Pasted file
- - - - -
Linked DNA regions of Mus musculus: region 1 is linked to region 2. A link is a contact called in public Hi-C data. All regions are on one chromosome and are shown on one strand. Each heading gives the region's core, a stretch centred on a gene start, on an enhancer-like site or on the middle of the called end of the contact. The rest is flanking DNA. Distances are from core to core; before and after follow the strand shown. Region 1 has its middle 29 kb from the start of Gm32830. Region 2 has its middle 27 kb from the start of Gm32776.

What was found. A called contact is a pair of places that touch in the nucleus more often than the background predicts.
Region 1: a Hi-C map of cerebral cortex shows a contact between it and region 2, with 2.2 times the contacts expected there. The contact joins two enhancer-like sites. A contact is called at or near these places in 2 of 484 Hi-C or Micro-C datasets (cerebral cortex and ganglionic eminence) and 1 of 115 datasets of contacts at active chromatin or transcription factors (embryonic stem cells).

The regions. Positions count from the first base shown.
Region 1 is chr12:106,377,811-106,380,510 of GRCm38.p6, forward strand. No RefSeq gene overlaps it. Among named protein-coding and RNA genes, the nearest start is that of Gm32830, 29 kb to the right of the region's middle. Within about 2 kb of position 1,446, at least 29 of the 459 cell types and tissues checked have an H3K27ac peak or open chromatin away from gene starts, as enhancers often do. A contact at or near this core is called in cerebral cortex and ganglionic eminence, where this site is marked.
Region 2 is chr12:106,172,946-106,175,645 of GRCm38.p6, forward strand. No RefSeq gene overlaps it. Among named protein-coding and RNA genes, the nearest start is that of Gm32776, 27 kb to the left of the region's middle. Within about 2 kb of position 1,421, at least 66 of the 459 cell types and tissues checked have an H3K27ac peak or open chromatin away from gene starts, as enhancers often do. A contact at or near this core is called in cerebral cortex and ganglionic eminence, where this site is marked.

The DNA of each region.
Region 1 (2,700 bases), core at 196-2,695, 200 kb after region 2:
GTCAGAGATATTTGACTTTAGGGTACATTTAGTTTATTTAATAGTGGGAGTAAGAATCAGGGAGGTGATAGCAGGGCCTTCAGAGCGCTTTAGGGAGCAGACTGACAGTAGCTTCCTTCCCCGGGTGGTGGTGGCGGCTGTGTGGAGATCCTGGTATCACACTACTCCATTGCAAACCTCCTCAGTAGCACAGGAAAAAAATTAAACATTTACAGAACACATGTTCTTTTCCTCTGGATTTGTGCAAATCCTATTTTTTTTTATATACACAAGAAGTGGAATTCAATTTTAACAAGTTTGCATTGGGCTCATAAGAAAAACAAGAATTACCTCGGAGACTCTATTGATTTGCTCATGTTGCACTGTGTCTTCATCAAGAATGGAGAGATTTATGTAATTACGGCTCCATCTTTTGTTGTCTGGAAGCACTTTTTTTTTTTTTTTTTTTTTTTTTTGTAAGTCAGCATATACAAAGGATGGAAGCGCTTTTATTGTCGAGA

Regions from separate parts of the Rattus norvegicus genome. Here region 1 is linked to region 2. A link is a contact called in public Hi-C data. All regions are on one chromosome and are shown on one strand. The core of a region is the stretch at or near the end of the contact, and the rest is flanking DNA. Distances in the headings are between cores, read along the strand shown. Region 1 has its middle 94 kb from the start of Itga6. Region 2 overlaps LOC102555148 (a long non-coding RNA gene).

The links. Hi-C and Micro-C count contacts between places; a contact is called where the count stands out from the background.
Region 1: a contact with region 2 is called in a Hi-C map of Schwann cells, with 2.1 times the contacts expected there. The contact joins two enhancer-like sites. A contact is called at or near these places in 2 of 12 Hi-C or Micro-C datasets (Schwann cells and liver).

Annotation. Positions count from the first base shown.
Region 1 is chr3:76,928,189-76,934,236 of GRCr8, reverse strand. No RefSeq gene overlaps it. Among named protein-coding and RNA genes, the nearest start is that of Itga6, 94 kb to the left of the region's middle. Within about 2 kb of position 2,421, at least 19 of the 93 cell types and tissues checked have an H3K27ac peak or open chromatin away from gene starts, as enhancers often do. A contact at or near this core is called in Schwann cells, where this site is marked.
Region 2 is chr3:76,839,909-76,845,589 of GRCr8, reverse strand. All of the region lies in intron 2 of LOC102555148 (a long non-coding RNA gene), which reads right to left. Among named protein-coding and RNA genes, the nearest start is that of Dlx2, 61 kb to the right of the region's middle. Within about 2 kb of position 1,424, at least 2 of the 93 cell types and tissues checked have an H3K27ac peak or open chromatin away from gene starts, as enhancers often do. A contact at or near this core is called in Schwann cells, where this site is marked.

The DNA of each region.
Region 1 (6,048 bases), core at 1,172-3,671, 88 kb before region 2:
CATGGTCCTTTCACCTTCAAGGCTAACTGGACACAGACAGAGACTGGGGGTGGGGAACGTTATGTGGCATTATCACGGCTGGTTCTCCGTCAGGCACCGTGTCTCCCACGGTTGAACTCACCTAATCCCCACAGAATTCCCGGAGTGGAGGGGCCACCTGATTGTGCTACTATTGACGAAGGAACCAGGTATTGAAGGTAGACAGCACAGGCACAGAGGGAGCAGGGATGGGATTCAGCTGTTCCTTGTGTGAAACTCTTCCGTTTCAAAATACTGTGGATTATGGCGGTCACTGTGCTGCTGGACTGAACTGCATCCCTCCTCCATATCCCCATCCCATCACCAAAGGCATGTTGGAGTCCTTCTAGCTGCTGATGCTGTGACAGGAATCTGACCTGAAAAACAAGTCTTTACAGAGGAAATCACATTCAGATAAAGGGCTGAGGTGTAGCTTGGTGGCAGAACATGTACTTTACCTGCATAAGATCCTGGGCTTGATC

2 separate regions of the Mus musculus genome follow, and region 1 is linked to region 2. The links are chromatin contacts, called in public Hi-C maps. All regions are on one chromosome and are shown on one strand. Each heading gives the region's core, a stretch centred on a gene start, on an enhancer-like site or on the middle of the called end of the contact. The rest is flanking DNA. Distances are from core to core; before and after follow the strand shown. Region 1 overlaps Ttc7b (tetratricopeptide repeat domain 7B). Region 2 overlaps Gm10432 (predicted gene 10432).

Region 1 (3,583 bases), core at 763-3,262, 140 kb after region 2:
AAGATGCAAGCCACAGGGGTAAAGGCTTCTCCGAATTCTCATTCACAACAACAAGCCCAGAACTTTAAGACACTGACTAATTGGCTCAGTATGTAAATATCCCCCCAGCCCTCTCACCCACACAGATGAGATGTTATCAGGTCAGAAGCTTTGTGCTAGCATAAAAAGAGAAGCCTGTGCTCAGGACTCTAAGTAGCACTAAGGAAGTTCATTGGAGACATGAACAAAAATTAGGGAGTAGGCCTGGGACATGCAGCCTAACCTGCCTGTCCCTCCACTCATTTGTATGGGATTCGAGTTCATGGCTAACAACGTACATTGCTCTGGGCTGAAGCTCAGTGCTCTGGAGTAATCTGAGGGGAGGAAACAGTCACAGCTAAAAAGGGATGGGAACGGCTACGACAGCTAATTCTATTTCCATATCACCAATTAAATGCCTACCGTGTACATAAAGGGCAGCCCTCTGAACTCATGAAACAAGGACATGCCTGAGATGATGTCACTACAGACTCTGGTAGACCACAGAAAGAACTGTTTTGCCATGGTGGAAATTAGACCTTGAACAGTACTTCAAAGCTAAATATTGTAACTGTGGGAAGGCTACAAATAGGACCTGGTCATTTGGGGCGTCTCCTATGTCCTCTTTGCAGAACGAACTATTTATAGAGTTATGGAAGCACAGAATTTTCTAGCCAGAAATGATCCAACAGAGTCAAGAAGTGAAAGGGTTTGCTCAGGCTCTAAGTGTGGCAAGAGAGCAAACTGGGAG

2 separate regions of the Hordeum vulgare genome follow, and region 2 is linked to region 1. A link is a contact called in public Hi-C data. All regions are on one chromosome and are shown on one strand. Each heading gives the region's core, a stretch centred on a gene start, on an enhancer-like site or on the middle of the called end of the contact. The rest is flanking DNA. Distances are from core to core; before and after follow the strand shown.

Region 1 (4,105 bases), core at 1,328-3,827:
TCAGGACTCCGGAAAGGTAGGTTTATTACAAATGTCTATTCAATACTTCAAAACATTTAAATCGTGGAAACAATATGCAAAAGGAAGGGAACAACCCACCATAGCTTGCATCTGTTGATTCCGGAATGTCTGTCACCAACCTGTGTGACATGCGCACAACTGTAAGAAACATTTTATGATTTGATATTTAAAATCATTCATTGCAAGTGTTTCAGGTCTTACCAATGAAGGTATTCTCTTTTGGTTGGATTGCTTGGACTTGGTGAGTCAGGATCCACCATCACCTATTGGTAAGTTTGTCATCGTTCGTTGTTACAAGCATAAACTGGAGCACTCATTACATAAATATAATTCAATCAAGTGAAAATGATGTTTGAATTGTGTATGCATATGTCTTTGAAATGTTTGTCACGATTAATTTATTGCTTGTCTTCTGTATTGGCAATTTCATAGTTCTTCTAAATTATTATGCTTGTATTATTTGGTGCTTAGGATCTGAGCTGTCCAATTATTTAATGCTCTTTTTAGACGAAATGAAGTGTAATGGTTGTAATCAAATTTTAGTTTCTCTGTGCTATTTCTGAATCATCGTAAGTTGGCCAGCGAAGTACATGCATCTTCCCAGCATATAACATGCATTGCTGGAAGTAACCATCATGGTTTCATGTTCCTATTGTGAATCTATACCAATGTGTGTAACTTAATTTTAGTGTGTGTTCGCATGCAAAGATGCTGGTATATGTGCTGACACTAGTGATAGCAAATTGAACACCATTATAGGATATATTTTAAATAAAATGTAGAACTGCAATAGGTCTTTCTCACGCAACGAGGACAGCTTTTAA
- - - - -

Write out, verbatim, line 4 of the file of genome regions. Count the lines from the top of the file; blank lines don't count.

The regions. Positions count from the first base shown.